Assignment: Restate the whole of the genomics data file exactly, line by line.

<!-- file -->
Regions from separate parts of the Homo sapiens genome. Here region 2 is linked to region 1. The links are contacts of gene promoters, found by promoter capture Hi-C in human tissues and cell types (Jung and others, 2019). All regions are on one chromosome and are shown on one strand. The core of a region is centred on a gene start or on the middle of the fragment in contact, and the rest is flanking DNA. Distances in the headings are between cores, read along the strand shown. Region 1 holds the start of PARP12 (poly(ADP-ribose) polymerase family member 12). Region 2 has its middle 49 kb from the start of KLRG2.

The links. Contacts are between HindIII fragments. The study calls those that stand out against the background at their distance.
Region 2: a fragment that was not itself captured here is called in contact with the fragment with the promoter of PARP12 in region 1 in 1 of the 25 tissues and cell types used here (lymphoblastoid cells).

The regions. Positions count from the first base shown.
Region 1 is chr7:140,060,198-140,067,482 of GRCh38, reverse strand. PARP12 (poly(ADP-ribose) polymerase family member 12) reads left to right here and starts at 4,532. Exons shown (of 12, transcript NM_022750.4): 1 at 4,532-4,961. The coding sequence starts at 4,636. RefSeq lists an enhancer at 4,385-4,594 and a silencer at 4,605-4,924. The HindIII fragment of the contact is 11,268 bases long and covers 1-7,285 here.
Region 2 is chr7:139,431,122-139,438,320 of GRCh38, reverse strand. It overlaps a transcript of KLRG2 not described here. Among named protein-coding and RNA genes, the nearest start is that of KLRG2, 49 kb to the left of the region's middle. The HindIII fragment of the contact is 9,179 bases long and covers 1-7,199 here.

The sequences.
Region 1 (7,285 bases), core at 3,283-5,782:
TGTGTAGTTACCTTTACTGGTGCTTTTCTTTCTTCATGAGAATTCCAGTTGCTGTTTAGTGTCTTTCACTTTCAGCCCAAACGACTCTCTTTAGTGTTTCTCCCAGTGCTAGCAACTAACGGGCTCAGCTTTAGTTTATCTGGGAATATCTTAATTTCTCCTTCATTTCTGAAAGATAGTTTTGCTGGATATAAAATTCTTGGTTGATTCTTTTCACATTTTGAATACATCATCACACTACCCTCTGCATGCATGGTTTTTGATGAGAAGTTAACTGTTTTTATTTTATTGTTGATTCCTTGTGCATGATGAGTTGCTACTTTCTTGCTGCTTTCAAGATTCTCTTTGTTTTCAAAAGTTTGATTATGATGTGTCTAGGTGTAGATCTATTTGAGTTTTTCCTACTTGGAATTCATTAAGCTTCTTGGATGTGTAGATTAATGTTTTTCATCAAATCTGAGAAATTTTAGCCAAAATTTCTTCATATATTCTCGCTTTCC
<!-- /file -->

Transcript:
Regions from separate parts of the Homo sapiens genome. Here region 2 is linked to region 1. The links are contacts of gene promoters, found by promoter capture Hi-C in human tissues and cell types (Jung and others, 2019). All regions are on one chromosome and are shown on one strand. The core of a region is centred on a gene start or on the middle of the fragment in contact, and the rest is flanking DNA. Distances in the headings are between cores, read along the strand shown. Region 1 holds the start of PARP12 (poly(ADP-ribose) polymerase family member 12). Region 2 has its middle 49 kb from the start of KLRG2.

The links. Contacts are between HindIII fragments. The study calls those that stand out against the background at their distance.
Region 2: a fragment that was not itself captured here is called in contact with the fragment with the promoter of PARP12 in region 1 in 1 of the 25 tissues and cell types used here (lymphoblastoid cells).

The regions. Positions count from the first base shown.
Region 1 is chr7:140,060,198-140,067,482 of GRCh38, reverse strand. PARP12 (poly(ADP-ribose) polymerase family member 12) reads left to right here and starts at 4,532. Exons shown (of 12, transcript NM_022750.4): 1 at 4,532-4,961. The coding sequence starts at 4,636. RefSeq lists an enhancer at 4,385-4,594 and a silencer at 4,605-4,924. The HindIII fragment of the contact is 11,268 bases long and covers 1-7,285 here.
Region 2 is chr7:139,431,122-139,438,320 of GRCh38, reverse strand. It overlaps a transcript of KLRG2 not described here. Among named protein-coding and RNA genes, the nearest start is that of KLRG2, 49 kb to the left of the region's middle. The HindIII fragment of the contact is 9,179 bases long and covers 1-7,199 here.

The sequences.
Region 1 (7,285 bases), core at 3,283-5,782:
TGTGTAGTTACCTTTACTGGTGCTTTTCTTTCTTCATGAGAATTCCAGTTGCTGTTTAGTGTCTTTCACTTTCAGCCCAAACGACTCTCTTTAGTGTTTCTCCCAGTGCTAGCAACTAACGGGCTCAGCTTTAGTTTATCTGGGAATATCTTAATTTCTCCTTCATTTCTGAAAGATAGTTTTGCTGGATATAAAATTCTTGGTTGATTCTTTTCACATTTTGAATACATCATCACACTACCCTCTGCATGCATGGTTTTTGATGAGAAGTTAACTGTTTTTATTTTATTGTTGATTCCTTGTGCATGATGAGTTGCTACTTTCTTGCTGCTTTCAAGATTCTCTTTGTTTTCAAAAGTTTGATTATGATGTGTCTAGGTGTAGATCTATTTGAGTTTTTCCTACTTGGAATTCATTAAGCTTCTTGGATGTGTAGATTAATGTTTTTCATCAAATCTGAGAAATTTTAGCCAAAATTTCTTCATATATTCTCGCTTTCC